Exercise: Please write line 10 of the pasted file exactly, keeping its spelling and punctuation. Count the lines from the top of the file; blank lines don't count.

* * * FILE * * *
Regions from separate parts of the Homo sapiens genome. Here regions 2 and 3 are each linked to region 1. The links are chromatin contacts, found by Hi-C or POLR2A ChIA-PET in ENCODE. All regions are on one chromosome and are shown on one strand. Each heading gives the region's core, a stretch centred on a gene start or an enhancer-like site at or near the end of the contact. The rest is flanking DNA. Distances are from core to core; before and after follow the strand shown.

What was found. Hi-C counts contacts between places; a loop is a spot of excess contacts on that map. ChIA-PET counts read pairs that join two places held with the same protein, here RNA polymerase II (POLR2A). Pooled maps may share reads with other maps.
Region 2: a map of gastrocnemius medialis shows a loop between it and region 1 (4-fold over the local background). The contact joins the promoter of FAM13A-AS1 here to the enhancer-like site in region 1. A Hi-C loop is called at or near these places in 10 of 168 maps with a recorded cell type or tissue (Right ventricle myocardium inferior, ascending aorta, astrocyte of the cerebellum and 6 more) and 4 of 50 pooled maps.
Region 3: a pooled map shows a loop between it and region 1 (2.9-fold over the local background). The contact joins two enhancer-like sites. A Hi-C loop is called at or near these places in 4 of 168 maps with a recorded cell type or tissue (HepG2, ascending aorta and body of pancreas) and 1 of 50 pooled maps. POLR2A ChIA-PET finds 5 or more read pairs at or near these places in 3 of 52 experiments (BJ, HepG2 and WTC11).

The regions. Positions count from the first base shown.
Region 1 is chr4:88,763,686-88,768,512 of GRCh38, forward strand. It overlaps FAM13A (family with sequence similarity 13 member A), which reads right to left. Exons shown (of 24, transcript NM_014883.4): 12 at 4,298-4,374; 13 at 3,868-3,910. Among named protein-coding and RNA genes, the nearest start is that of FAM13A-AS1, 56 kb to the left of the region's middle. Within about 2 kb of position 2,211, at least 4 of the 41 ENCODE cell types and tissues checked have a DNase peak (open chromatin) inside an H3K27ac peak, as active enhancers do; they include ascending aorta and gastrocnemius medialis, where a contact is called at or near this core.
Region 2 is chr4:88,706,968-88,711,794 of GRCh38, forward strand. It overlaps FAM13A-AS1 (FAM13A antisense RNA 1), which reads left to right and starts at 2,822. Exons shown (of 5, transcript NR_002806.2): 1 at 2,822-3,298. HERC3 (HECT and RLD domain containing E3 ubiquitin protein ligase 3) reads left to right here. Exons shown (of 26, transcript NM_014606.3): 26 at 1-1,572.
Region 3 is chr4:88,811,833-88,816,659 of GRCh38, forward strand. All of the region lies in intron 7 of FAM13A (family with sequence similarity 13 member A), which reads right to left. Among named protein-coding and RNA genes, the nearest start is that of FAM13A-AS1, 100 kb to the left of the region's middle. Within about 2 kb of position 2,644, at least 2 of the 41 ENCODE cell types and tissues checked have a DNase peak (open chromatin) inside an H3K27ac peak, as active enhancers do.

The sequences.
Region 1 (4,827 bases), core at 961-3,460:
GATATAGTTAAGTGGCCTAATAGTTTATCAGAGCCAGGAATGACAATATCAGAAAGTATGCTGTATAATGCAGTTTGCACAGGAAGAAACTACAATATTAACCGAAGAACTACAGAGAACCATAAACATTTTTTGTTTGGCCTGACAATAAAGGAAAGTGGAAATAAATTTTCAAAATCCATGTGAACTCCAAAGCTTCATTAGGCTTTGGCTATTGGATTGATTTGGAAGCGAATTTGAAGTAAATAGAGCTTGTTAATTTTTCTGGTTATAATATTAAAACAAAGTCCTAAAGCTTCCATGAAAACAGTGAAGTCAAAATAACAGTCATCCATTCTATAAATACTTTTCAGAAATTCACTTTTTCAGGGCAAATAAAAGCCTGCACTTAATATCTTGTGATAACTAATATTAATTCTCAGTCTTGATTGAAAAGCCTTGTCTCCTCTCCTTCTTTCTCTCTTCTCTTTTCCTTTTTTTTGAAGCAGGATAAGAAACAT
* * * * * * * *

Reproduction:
Region 1 (4,827 bases), core at 961-3,460: